EU Commissioner speaks on Brexit in Ives Hall on April 24, 2018 .

Michael Wenye Li/ Sun Photography Editor

EU Commissioner speaks on Brexit in Ives Hall on April 24, 2018 .

May 2, 2018

Former European Commissioner Weighs in on Brexit

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Laszlo Andor, former commissioner for employment, social affairs and inclusion for the European Commission, visited Cornell on April 24 to discuss the causes and fallout of the United Kingdom’s 2016 “Brexit” vote to leave the European Union.

Andor, a Hungarian-born economist, outlined what he saw as the major factors that led to Brexit in an informal discussion co-hosted by the ILR school and the Mario Einaudi Center for International Studies.

Andor compared his role in the European Commission to the roles of Hilda Solis and Tom Perez, previous secretaries of labor during Former President Barack Obama’s administration. He also joked about his role in Brexit, referencing his participation in negotiations with the U.K. prior to the referendum.

“In a way, you can draw the quick conclusion that I was responsible for Brexit if you have to name a single person who would need to be exposed,” Andor quipped.

Andor reflected on the causes of Brexit and highlighted that the U.K. had always been somewhat of an outsider in the E.U.

“[The U.K.] always found it hard to fit in the European integration,” he said. “It was always half-hearted, they needed a referendum at the start and they opted out from practically everything that went beyond a single market.”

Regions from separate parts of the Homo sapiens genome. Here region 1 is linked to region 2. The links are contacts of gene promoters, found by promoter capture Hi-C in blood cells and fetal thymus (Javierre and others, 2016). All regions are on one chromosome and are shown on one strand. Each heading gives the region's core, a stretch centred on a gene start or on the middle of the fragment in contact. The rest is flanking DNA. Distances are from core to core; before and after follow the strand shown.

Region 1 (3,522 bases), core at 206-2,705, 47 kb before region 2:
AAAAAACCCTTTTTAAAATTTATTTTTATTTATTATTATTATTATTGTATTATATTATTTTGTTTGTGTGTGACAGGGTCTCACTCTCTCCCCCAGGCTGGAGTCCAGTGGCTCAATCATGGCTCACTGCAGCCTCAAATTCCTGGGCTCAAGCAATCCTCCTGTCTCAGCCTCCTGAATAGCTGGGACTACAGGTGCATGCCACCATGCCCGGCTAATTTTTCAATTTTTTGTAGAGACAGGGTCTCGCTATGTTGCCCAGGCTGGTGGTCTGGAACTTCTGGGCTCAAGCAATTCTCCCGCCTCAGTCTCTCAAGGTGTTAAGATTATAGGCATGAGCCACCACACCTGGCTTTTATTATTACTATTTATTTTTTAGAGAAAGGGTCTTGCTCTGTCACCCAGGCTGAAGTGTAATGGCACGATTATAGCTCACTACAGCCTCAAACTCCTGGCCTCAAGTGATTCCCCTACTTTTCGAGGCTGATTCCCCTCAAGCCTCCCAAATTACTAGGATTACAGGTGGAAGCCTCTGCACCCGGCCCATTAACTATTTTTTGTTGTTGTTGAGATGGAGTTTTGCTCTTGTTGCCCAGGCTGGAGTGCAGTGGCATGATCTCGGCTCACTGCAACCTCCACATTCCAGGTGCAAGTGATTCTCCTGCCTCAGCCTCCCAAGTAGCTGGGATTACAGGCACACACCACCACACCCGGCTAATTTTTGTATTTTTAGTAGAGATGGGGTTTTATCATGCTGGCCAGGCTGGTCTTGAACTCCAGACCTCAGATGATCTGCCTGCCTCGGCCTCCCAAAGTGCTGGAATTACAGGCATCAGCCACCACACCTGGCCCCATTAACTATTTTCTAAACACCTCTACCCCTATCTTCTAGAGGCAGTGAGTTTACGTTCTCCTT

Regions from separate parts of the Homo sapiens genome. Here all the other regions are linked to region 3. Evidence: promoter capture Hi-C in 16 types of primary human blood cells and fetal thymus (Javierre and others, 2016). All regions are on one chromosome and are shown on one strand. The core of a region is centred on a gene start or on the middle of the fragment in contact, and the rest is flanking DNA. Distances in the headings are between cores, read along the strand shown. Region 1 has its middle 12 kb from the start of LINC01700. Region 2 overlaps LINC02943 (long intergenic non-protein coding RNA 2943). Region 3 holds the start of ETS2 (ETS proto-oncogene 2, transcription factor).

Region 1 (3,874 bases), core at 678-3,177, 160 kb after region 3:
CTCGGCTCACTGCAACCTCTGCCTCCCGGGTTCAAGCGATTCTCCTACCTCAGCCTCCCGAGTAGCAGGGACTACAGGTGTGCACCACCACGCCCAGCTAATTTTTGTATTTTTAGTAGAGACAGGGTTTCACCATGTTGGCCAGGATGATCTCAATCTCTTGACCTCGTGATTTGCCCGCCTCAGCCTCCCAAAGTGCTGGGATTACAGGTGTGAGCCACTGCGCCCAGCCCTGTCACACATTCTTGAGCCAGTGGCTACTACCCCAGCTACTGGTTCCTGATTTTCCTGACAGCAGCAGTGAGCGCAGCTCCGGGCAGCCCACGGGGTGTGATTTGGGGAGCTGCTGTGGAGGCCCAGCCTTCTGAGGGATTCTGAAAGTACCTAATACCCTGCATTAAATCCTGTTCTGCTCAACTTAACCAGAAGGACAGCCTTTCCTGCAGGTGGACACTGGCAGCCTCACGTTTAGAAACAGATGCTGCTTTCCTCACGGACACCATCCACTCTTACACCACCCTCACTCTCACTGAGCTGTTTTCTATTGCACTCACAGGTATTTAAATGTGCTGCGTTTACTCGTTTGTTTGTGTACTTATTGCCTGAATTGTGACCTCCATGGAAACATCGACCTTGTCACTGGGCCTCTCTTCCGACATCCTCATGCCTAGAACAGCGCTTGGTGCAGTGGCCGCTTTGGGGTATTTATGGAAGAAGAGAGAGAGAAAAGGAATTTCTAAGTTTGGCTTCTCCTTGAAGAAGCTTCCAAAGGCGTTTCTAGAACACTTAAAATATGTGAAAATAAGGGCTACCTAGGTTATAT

Other major factors that influenced the Brexit referendum, according to Andor, were freedom of movement within the E.U., the influx of migrants from the Middle East and economic depression.

In addition to outlining the reasons for Brexit, Andor shared his perspective on possible future implications for the E.U.

“[The E.U.] could try to prioritize now specific areas of integration where the British were holding back,” Andor said. “Britain was holding back the social dimension, common defense … but also budgetary issues.”

With Britain out of the E.U., Andor said that “in a way, if Brexit is managed well, in a united platform, the European Union can even capitalize on the Brexit shock.”

Elodie Bethoux, a visiting scholar from France who attended the lecture, said she was very interested to learn about Andor’s experiences and observations on the state of Europe.

“I’ve been working on European issues regarding industrial relations and on social Europe so I was very interested in meeting Laszlo Andor and hearing his experience as a former E.U. commissioner,” she told The Sun.